Painting for Burgess is a way of reaching out to others. He strives for an intimate connection with each subject, eager to know their characters. Through his paintings Burgess says thank you to his ancestors for their sacrifices in helping to make the contemporary Native identity what it is today.
Burgess’ paintings have received numerous awards and have been featured in many publications. He exhibits throughout the USA and beyond and this summer alone sees his paintings in Australia, England and America. They can also be found in the permanent collection of the Smithsonian Institute’s National Museum of the American Indian in Washington, DC. His numerous collectors include the actor Johnny Depp.
Situated on the border of Redland and Westbury Park in North Bristol, Rainmaker Gallery is the UK showcase for the very best in contemporary Native North American Indian art and design. Founded in 1991 by Joanne Prince, to provide an authentic Native American Indian voice in the UK, Rainmaker promotes awareness, education and cultural exchange through artist talks, events and exhibitions. The gallery exhibits original paintings, drawings and fine art prints and carries a superb collection of high quality handmade American Indian jewellery, Zuni fetish carvings and Pendleton blankets.
5 March – 30 May 2015 This article is published in Trebuchet Magazine. I was the Assistant Curator for this exhibition.
‘Captured’ is a groundbreaking exhibition at Rainmaker Gallery, Bristol, in which contemporary Native American photographers shed new light on both the uses of photography and indigenous American life. Together, the six artists represent eight different tribes and each have very distinctive styles and techniques. Their contributions consist of close-up black-and-white portraits, composite photographs woven together, sepia images that are so clear and detailed they look akin to etchings, compositional recreations of famous film scenes, and even a ‘talking’ tintype. This makes for an eclectic mixture of work, although the pieces are united by the artists’ desires to have Native people assert themselves as powerfully present individuals. The bold and often colourful images challenge preconceived notions of American Indians conjured by popular non-Native photographers, such as Edward Curtis (1868-1952), who have fixed in time romanticised ideas about indigenous life. So by presenting work where Native people themselves hold the cameras, this exhibition provides a much-needed reassessment of photography relating to American Indians and their relationships with the photographic lens. It is particularly important for revealing that in reality, their tribal cultures are continually evolving and are no less authentic today than in the past. This is a vast project for Rainmaker Gallery to communicate in its first ever photography exhibition held in its productive twenty-five year history of exhibiting contemporary Native American art. But there is no doubt that the gallery has achieved its unique and important aims. Continue reading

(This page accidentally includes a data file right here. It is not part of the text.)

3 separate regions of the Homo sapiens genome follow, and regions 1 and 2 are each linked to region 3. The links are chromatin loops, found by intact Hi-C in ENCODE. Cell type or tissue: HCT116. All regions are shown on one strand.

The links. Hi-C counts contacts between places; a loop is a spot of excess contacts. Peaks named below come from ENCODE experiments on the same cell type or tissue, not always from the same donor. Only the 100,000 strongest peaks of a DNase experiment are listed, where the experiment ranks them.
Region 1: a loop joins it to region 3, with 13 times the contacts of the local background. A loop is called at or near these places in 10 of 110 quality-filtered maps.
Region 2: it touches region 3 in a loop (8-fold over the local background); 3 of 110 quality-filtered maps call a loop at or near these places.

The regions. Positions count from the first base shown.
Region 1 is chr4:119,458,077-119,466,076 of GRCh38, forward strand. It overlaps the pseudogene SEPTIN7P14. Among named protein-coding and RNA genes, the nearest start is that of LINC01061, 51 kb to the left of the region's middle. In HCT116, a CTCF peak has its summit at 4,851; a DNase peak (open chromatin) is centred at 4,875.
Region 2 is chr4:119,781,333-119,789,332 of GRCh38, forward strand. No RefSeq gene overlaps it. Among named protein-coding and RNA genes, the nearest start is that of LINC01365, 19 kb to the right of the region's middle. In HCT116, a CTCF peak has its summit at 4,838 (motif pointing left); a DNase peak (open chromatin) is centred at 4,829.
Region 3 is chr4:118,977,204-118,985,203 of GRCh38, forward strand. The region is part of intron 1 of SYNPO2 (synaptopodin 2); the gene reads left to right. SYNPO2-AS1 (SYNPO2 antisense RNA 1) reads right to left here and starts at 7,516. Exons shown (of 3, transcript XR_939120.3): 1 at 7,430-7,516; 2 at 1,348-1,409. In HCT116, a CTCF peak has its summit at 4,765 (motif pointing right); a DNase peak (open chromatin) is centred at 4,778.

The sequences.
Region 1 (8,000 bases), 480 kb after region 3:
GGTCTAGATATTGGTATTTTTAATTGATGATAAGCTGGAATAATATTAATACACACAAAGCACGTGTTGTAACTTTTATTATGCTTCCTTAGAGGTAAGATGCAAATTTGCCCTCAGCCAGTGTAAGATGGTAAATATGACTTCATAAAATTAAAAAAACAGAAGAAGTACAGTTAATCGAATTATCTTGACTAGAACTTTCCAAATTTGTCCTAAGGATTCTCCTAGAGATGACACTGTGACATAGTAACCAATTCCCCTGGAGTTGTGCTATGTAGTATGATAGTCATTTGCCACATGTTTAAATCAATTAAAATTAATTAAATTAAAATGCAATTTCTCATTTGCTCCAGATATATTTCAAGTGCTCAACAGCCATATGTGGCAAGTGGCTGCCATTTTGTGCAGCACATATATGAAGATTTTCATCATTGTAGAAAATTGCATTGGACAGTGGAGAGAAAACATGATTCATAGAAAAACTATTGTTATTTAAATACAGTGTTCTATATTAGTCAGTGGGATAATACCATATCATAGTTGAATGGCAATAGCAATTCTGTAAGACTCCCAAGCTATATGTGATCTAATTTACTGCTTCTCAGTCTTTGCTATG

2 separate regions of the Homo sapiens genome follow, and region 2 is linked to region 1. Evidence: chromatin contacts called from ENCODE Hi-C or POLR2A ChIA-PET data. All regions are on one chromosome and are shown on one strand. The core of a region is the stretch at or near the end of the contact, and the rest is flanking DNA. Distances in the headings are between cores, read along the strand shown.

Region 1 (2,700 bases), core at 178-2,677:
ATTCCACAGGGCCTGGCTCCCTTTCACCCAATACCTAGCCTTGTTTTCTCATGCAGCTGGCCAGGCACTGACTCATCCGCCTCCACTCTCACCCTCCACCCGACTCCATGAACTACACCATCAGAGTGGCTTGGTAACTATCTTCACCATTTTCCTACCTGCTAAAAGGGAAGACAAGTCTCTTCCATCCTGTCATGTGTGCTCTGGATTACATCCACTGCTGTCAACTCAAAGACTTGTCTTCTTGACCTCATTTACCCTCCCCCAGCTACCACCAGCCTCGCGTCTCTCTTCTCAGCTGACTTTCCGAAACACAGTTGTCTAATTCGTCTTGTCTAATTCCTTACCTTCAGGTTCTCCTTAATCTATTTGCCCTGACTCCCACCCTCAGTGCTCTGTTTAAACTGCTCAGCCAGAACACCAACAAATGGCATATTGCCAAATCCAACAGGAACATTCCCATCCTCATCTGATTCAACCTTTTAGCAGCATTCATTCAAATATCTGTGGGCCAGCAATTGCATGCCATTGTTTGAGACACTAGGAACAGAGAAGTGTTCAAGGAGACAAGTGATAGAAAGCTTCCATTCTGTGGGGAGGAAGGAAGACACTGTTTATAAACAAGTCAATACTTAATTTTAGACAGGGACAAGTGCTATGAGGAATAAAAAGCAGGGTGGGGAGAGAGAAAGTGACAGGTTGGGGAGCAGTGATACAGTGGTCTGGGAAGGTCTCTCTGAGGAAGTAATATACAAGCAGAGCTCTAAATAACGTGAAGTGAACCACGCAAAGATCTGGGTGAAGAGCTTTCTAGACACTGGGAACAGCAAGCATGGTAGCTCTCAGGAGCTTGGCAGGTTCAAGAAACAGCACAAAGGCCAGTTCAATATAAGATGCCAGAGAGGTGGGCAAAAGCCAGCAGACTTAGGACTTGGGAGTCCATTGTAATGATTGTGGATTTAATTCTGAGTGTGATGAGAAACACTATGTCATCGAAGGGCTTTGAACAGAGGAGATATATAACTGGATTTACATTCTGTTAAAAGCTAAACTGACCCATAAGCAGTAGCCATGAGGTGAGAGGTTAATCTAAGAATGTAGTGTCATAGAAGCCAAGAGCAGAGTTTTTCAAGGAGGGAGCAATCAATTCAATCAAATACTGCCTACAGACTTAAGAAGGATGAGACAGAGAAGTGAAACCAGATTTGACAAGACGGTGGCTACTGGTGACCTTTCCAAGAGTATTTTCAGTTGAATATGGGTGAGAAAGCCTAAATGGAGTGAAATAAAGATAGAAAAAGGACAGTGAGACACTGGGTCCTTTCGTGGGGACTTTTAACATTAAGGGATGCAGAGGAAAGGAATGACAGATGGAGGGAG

I organised and curated the exhibition, Spring Love, at Heart Space Studios. My thoughts about the themes of the exhibition and individual textiles on display are published in a Trebuchet Magazine article and posted below.
Heart Space Studios is a lively and unusual gem in North Bristol with a variety of textiles classes on offer. Peyote stitch beaded jewellery, pincushion hearts and beautiful paper cut pictures are held alongside weekend corset-making classes. Artists from Bristol and Bath lead these workshops and collaborate with the Studios on a variety of events or regular textile clubs, including a popular ‘Knit & Stitch’ club.
Janet Haigh, the founder of the Studios, is an ex-Senior Research Fellow at UWE, Bristol, and was involved with developing textile techniques for vitreous enamel and other materials. She has also written various books on crazy patchwork and embroidery design, and likes to concentrate on drawing and stitching by hand. As a consequence the workshops are detailed and thorough, with a focus on good design.
Celebrating the arrival of spring, Heart Space Studios’ current exhibition (until 7 April) is appropriately entitled ‘Spring Love’. Supporting the making of meaningful things ‘with hand, heart and eye’ the exhibition puts an eclectic array of textile art on display, including fresh pastel coloured corsets and bold enamel hearts. Heart Space explores ‘love’ from many angles including making craft with love, and the love of materials and techniques. Continue reading
This article is published on The Ken Stradling Collection blog.
The automata on display have very different subject matters, but each exudes a great sense of fun. They are both by Peter Markey. One is entitled ‘Kissing Couple’. We have not been able to find the title for the bold, beautiful runners.
‘Kissing Couple’, which is damaged and missing the base, dates from around 1999 and was probably bought from the Cabaret Mechanical Theatre in Covent Garden for whom it was made. This highly unusual shop sells unique handmade automata, as well as kites, card cut-outs and videos. Their permanent exhibition space in Coven Garden sadly dissolved in 2000, but part of their collection is currently in an exhibition at the American Visionary Arts Museum in Baltimore.
Colin and Jennifer had a third automaton, called ‘The Rare Appearance of the Lesser Spotted Markey Bird’. They left this to The Ken Stradling Collection too. It is not currently on display because it is broken and waiting to be fixed.
Automata date back to the eighteenth century and are closely aligned to the mechanisms of clockwork. It was not uncommon for them to be life size. One of the most famous automata in this period was made by Vaucanson in France and was called ‘The Defecating Duck’. Many of Vaucanson’s automata were made with scientific and educational uses in mind. For example, his ‘Flute Player’ simulated a human being’s actions of playing a flute in order to reveal natural characteristics needed to control this instrument. In this way, these automata were designed to simulate human actions and to show a process that revealed itself over time.
By the mid nineteenth century, automata were often ‘quotations’ of the latest technology – for example, pistons and pullcords as opposed to clockwork – and were frequently associated with mass aesthetic entertainment. So their values and functions significantly changed; many were made with the aim of performing circus tricks and took the forms of clowns or animals.
‘The Beales Bequest’ exhibition is open to view on Wednesdays 10am – 4pm at The Ken Stradling Collection until 11 March.